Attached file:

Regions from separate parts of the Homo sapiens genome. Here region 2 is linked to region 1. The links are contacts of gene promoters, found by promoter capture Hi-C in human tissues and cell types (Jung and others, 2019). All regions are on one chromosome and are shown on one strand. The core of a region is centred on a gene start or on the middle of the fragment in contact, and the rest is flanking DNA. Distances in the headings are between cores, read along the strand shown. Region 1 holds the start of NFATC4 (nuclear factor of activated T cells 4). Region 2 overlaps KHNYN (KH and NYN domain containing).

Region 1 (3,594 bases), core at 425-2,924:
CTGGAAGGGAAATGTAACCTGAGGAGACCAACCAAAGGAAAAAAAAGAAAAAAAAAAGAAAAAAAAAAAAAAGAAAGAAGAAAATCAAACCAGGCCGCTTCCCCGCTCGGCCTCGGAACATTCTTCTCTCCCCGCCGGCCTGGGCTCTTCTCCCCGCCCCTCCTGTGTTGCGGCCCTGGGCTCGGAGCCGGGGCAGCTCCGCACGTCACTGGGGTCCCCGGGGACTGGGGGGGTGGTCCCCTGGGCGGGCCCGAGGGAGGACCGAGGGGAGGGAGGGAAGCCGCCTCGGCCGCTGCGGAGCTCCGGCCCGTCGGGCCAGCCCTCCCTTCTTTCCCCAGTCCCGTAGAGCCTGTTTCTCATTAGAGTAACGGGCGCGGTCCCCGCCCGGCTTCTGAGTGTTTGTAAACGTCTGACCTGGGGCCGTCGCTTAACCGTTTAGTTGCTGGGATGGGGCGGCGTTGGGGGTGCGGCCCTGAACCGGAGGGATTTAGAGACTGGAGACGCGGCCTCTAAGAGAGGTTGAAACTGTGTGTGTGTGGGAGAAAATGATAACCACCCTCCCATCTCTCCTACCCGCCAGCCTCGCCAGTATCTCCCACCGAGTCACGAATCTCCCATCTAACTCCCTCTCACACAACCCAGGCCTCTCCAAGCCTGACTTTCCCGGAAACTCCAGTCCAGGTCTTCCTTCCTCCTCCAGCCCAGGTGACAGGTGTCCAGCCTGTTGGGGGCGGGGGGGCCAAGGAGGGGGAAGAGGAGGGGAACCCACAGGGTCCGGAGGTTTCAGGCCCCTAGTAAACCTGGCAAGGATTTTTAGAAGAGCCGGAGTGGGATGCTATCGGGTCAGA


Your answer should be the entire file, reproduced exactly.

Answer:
Regions from separate parts of the Homo sapiens genome. Here region 2 is linked to region 1. The links are contacts of gene promoters, found by promoter capture Hi-C in human tissues and cell types (Jung and others, 2019). All regions are on one chromosome and are shown on one strand. The core of a region is centred on a gene start or on the middle of the fragment in contact, and the rest is flanking DNA. Distances in the headings are between cores, read along the strand shown. Region 1 holds the start of NFATC4 (nuclear factor of activated T cells 4). Region 2 overlaps KHNYN (KH and NYN domain containing).

Region 1 (3,594 bases), core at 425-2,924:
CTGGAAGGGAAATGTAACCTGAGGAGACCAACCAAAGGAAAAAAAAGAAAAAAAAAAGAAAAAAAAAAAAAAGAAAGAAGAAAATCAAACCAGGCCGCTTCCCCGCTCGGCCTCGGAACATTCTTCTCTCCCCGCCGGCCTGGGCTCTTCTCCCCGCCCCTCCTGTGTTGCGGCCCTGGGCTCGGAGCCGGGGCAGCTCCGCACGTCACTGGGGTCCCCGGGGACTGGGGGGGTGGTCCCCTGGGCGGGCCCGAGGGAGGACCGAGGGGAGGGAGGGAAGCCGCCTCGGCCGCTGCGGAGCTCCGGCCCGTCGGGCCAGCCCTCCCTTCTTTCCCCAGTCCCGTAGAGCCTGTTTCTCATTAGAGTAACGGGCGCGGTCCCCGCCCGGCTTCTGAGTGTTTGTAAACGTCTGACCTGGGGCCGTCGCTTAACCGTTTAGTTGCTGGGATGGGGCGGCGTTGGGGGTGCGGCCCTGAACCGGAGGGATTTAGAGACTGGAGACGCGGCCTCTAAGAGAGGTTGAAACTGTGTGTGTGTGGGAGAAAATGATAACCACCCTCCCATCTCTCCTACCCGCCAGCCTCGCCAGTATCTCCCACCGAGTCACGAATCTCCCATCTAACTCCCTCTCACACAACCCAGGCCTCTCCAAGCCTGACTTTCCCGGAAACTCCAGTCCAGGTCTTCCTTCCTCCTCCAGCCCAGGTGACAGGTGTCCAGCCTGTTGGGGGCGGGGGGGCCAAGGAGGGGGAAGAGGAGGGGAACCCACAGGGTCCGGAGGTTTCAGGCCCCTAGTAAACCTGGCAAGGATTTTTAGAAGAGCCGGAGTGGGATGCTATCGGGTCAGA